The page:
There were no surprises on Friday. Every single economist and his neighbour had predicted a rate hike. And, Reserve Bank of India (RBI) Governor Shaktikanta Das just confirmed it. A 50 basis point (bp) hike in repo rate shows the singular focus on inflation of the monetary policy committee (MPC). One bp is one hundredth of a percentage point. With this, the MPC has hiked the repo rate - at which the RBI lends short term funds to banks - by a total of 140 bps in the current rate hike cycle.
The obvious question first: Why did the MPC go for a third consecutive rate hike today?
Answer is simple; both the government and the monetary policy makers are puzzled by such high retail inflation that is hurting all walks of life.
And that's unlikely to change in the foreseeable future.
The key takeaway from Das's speech today is that high inflation could destablise the economy. Also, don't miss the emphasis on the withdrawal of accommodative policies. This means further rate hikes cannot be ruled out.
With the inflation print hovering over the permitted upper band of six per cent for two consecutive quarters and likely to continue in the third quarter as well, MPC is just about facing a major public embarrassment, as it needs to explain the failure to meet its inflation-fighting mandate in writing to parliament.
MPC has a mandate to keep inflation between two and six per cent. On that count, it hasn't done a good job till now and a catch-up game is on.
Das admitted MPC's limitations to tackle inflation in the current situation, citing headwinds in the external sector. Unfortunately, he and his colleagues at MPC can't do much about the external risks.
Elevated commodity prices and a weak rupee top the external risk list. Rising interest rates globally have narrowed interest rate differentials among emerging markets and major economies, triggering a capital exodus. The war in Ukraine is another worry.
Foreign investors have pulled out $26.83 billion from Indian markets so far this year. The MPC is also under pressure because of a falling rupee which has declined close to seven per cent this year.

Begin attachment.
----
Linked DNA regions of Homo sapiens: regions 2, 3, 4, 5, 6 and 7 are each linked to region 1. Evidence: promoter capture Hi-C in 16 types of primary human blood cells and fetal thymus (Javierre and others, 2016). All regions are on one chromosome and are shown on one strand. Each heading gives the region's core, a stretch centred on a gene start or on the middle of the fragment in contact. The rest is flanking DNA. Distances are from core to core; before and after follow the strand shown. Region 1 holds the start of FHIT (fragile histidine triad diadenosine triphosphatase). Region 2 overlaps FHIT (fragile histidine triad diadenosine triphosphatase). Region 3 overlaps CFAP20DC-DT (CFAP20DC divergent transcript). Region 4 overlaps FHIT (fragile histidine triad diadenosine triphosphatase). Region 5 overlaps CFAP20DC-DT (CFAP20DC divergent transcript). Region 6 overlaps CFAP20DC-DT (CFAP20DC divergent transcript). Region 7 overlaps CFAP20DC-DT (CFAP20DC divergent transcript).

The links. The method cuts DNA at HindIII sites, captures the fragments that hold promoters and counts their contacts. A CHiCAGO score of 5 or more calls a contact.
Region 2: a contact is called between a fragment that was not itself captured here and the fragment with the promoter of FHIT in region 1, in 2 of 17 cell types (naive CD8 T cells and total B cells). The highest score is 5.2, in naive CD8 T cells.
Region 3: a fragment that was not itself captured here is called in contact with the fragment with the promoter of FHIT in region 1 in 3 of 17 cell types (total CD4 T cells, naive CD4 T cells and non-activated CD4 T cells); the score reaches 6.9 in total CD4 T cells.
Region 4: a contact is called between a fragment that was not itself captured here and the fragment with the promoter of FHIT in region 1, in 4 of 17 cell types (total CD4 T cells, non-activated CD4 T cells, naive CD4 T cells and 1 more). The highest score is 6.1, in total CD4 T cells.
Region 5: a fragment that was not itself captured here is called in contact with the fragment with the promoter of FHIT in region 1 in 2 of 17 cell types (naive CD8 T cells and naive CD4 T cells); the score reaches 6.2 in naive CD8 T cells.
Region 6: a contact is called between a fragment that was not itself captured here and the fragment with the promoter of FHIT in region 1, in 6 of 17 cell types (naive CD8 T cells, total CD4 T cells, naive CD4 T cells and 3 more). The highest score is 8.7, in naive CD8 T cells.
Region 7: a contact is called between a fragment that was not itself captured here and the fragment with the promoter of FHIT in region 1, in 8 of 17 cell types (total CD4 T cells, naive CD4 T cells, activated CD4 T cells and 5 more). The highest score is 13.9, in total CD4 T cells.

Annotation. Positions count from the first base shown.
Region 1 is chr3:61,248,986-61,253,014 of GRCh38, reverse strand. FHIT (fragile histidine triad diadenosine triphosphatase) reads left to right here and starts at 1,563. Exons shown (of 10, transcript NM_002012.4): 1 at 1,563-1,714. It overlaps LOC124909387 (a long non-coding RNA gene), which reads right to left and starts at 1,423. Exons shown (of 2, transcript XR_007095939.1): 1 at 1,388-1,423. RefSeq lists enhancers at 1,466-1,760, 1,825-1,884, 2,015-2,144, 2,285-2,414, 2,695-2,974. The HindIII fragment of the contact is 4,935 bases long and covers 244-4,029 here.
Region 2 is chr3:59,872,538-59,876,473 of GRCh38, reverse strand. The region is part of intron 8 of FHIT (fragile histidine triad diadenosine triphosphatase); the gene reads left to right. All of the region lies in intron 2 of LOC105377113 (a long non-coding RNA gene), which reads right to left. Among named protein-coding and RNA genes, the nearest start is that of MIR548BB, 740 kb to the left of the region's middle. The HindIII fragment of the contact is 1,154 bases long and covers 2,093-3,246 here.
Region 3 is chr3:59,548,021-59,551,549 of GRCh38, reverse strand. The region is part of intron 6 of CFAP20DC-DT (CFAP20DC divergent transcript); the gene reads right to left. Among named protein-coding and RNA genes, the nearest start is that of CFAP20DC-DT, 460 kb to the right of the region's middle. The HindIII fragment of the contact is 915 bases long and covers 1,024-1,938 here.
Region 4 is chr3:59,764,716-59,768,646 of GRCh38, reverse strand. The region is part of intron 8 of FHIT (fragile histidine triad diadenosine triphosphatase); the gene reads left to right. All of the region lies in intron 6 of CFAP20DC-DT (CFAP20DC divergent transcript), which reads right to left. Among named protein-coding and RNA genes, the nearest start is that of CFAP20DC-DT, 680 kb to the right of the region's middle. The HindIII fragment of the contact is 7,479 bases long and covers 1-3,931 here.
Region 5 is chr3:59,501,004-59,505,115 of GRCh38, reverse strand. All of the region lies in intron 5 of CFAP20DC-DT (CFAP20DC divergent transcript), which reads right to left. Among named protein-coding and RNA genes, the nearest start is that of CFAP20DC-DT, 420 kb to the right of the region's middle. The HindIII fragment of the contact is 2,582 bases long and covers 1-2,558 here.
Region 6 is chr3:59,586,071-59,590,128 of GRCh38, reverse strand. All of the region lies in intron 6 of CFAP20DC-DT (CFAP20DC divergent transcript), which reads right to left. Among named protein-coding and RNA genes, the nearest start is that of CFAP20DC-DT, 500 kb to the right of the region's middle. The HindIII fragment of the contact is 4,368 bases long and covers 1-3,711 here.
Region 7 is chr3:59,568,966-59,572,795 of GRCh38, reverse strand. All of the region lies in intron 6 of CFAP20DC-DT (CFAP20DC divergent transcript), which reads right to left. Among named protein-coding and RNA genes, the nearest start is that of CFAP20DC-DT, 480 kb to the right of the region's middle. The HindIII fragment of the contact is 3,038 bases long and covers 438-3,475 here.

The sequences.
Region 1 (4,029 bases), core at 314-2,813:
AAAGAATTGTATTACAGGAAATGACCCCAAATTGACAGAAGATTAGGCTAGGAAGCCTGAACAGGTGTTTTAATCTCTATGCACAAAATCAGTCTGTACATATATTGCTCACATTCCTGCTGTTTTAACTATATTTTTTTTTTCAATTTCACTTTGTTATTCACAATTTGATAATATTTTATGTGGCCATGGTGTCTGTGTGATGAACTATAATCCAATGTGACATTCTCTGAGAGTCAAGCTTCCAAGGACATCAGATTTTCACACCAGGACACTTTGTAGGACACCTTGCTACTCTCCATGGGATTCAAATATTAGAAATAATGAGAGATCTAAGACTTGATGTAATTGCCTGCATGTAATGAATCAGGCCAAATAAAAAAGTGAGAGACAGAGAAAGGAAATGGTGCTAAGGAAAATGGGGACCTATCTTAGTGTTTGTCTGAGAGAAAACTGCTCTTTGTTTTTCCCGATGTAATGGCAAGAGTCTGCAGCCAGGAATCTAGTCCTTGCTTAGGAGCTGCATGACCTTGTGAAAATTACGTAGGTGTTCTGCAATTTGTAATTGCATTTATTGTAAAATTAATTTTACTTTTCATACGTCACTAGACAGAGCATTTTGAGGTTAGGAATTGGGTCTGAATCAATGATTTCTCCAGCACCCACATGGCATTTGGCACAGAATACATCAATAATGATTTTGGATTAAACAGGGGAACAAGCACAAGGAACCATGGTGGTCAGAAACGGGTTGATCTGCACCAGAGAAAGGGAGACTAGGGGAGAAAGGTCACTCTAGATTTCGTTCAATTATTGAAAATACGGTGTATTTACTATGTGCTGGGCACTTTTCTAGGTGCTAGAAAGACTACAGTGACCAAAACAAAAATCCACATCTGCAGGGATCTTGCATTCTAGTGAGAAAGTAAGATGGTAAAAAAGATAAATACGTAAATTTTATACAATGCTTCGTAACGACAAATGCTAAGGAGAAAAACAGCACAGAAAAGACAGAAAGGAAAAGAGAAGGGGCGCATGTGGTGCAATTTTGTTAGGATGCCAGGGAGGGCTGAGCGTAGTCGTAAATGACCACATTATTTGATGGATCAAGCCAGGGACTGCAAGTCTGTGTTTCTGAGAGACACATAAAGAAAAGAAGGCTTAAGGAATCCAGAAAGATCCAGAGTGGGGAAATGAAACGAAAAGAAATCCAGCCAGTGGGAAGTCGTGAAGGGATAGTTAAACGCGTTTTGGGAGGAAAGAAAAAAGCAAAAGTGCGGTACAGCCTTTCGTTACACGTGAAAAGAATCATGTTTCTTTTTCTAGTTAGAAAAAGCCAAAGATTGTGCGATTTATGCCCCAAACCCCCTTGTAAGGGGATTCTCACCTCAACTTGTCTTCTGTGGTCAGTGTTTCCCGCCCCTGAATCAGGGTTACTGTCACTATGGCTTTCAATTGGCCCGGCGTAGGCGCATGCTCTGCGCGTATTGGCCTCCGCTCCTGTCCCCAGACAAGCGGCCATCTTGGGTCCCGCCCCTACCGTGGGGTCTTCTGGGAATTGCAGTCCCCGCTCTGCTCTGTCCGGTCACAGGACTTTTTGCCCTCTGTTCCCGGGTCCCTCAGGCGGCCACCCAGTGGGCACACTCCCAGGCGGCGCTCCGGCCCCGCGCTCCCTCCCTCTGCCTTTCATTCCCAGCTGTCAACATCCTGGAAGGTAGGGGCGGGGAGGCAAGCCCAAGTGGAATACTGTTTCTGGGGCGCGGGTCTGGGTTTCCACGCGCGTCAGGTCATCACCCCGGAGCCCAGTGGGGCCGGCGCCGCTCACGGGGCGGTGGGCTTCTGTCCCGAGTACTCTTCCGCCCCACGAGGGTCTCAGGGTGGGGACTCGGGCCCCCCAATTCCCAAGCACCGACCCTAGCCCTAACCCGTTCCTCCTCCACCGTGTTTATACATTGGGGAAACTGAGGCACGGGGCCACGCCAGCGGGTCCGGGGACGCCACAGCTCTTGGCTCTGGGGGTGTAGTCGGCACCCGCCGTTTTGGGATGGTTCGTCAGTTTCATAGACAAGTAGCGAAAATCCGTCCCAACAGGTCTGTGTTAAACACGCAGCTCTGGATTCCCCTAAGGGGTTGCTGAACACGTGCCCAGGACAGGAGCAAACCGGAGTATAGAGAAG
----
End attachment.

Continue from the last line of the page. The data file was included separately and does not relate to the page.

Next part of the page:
So, what's next? It is too early to say that the current rate hike cycle is over. Inflation trajectory ahead will be key, so will be the evolution of global economy and direction of the Russian war in Ukraine.
The RBI is fighting twin wars — it needs to control high inflation as well as support a falling currency. However, the central bank has only limited policy tools to counter the twin challenges that are primarily triggered by external factors. Therein lies Das’s immediate challenge.
The central bank's primary mandate is to maintain stability. Yet, it let loose the inflation genie for too long, in search of a stimulus-led growth. It is now playing catch-up with steep, consecutive rate hikes.
But raising interest rates too quickly will not bode well for Asia's third-largest economy where recovery from pandemic is still fragile.
The MPC, which sets rates in India, was obsessed with so-called accommodative stance for a considerably long time, saying pandemic -induced slowdown needs closer policy attention, even at the risk near-term inflationary pressure. The panel probably thought high inflation will cool down on its own in due course. But this assumption proved terribly wrong.
A sudden sharp rise in interest rates can hurt nascent recovery in the economy, kill demand, and even kickstart another stress-cycle. Already, borrowing costs for smaller and mid-sized companies have shot up by 200-250 bps from last year.
High interest rates will dampen demand for consumer loans, a safe haven for Indian banks hit by waves of corporate defaults. Soaring yields can also worry the Narendra Modi government as Centre's borrowing will turn costlier.
Yet, the choices before Das and his team at the MPC remain limited.